A research librarian will assist the database search for relevant studies. First, studies’ titles and abstracts, if feasible, as identified by the search will be reviewed by two authors independently. Second, both reviewers will compare their list of relevant studies, and in case of any disagreement, the opinion of a third author will be decisive. Additionally, a third author screens the list of relevant studies. Third, full texts of potentially relevant studies will be retrieved or obtained. Fourth, the full texts will be screened by the reviewers independently. Fifth, each reviewer will create a list with studies that are considered to fulfill the inclusion criteria. Sixth, the reviewers will compare their list with each other, and in case of any disagreement, the opinion of a third author will be decisive.

Based on these six steps, studies will be included for the review. A flowchart based on the preferred reporting items for systematic reviews and meta-analyses (PRISMA) will be developed to visualize the selection of included studies. Moreover, we will provide a table with statements on excluded studies.

Data extraction and management

Data extraction will be performed by two authors independently. In case of any disagreement, the opinion of a third author will be decisive. We will use a modified data extraction and assessment template from the Cochrane Public Health Group (CPHG). Previous to the major data extraction process, the authors will pilot the data extraction form to ensure a standardized extraction. We will extract general information (publication type, country of study, funding source of study, and potential conflict of interest from funding), study eligibility (type of study, participants, type of intervention, duration of intervention, and type of outcome measures), and study details (study intention, methods, results, intervention group, outcomes, and other relevant information).

Data will be assembled and inserted into RevMan 5.3 by one author.

Assessment of risk of bias in included studies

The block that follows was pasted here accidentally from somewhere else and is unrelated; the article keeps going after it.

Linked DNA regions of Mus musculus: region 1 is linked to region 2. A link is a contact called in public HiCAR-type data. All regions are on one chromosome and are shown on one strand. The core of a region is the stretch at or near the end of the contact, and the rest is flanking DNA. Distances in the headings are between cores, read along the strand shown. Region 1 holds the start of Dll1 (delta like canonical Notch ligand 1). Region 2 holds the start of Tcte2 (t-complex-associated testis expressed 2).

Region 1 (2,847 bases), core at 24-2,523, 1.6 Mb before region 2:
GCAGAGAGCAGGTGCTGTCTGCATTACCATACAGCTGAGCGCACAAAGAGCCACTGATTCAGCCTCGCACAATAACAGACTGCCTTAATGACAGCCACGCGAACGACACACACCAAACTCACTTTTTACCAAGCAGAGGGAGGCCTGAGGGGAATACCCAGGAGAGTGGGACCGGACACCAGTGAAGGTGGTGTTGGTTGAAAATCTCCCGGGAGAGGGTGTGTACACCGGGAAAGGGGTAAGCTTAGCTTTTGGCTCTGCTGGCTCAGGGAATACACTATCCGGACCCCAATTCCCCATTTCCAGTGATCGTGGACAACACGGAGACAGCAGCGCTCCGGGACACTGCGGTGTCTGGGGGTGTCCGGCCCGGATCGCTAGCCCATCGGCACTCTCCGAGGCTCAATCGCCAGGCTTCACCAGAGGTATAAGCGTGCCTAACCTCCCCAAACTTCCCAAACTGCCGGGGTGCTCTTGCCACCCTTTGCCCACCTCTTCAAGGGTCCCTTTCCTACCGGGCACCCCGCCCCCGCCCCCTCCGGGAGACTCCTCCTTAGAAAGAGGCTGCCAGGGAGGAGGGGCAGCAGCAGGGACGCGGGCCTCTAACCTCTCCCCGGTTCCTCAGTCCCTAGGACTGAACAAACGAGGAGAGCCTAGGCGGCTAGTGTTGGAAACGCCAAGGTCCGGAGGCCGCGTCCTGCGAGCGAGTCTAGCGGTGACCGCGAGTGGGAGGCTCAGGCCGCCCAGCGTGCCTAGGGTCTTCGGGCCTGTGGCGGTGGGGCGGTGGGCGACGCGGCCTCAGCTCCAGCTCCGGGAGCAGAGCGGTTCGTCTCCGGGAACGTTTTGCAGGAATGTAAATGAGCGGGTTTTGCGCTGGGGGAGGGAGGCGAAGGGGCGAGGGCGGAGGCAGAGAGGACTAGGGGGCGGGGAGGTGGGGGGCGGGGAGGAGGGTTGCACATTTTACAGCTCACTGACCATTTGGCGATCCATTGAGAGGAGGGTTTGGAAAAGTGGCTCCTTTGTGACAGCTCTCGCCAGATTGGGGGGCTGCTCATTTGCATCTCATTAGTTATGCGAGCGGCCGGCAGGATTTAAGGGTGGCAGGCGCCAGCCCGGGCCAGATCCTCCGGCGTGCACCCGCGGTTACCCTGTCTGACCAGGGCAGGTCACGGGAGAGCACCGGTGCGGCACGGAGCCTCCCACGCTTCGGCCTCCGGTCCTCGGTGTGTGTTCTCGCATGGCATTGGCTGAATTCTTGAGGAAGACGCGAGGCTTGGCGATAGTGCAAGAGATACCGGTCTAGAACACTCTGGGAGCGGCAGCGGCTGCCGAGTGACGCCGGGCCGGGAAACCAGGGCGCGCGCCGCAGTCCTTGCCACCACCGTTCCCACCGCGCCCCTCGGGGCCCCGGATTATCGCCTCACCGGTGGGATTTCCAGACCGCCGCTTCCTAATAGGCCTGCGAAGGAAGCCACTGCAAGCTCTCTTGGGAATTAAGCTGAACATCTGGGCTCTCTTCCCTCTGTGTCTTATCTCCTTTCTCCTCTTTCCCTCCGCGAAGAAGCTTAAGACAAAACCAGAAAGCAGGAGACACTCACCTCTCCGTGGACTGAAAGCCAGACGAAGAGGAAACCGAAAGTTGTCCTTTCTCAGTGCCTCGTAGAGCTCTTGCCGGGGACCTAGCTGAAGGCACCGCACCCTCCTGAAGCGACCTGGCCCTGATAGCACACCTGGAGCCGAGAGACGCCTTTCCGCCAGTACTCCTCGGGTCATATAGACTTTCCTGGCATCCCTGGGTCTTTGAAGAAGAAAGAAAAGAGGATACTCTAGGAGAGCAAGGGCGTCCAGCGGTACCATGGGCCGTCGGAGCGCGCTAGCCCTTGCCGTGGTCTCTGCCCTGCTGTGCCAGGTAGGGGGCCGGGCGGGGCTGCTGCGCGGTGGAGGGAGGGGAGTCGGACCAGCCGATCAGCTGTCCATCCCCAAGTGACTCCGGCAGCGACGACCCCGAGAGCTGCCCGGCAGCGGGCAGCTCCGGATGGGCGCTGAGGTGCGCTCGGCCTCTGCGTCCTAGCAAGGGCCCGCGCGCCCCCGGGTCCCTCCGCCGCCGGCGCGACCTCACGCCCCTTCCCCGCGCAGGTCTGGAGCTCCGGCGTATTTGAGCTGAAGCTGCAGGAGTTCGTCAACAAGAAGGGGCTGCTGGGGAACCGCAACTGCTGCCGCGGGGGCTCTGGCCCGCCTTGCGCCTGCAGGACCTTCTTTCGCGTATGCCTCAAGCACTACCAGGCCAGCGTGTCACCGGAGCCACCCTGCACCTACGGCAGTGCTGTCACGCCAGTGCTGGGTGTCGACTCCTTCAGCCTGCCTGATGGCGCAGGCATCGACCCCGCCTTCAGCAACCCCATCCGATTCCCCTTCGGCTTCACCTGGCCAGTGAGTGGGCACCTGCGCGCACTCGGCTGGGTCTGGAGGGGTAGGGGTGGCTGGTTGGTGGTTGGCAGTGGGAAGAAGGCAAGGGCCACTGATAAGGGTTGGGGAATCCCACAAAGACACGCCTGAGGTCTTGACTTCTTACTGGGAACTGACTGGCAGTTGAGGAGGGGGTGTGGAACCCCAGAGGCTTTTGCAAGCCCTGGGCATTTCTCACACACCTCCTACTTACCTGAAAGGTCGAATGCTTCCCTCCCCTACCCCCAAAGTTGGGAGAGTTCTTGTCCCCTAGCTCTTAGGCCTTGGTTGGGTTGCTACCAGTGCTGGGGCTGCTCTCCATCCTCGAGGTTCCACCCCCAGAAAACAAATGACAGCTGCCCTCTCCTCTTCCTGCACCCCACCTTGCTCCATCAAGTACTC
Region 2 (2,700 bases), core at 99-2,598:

The risk of bias of every included study will be evaluated by two authors independently. In case of any disagreement, the opinion of a third author will be decisive. Based on the template provided from the CPHG, the risk of bias will be assessed using the criteria for judging risk of bias in Cochrane’s “Risk of bias” assessment tool and the Cochrane Group’s Effective Practice and Organisation of Care (EPOC) guidance for interrupted time series (ITS) tool. Cochrane’s “Risk of bias” assessment tool and the EPOC risk of bias tool for ITS examine the following biases: selection, performance, detection, attrition, reporting, and others. The EPOC risk of bias tool for ITS examines three further risks of bias: “Was the intervention independent of other changes?,” “Was the shape of the intervention effect pre-specified?,” and “Was the intervention unlikely to affect data collection?”

In the assessment of the risk of bias in cohort studies, we will follow the best practice recommendation to assess the specific features of cohort studies and the extent to which these may introduce bias [25, 26]. At minimum, we will assess the risk of bias in the following features: sampling strategy, response rates, sample representativeness, attrition, participant allocation, exposure assessment, outcome assessment, and reporting and control of key confounders and control of reverse causation.

To judge the risk of bias, the following categories will be used: “no” (risk of bias is low), “yes” (risk of bias is high), and “unclear” (information lacks or uncertainty about the risk of bias) [27].

Measurement of treatment effect

Data synthesis aims to report changes in outcome measures from baseline to the post-intervention phase. Dichotomous data will be expressed as odds ratios (ORs), risk ratios (RRs), or risk differences (RDs). In accordance with the recommendations from the Cochrane Public Health Group, RRs will be the preferred reported data type. If RRs are not presented in the study, but data to calculate the RRs are provided, we will calculate them. If data to calculate the RRs are not provided, we will contact the corresponding author of the study for the RRs or the data to calculate the RRs by email or phone. If we cannot provide RRs, we will use the data provided in the study to report the treatment effect.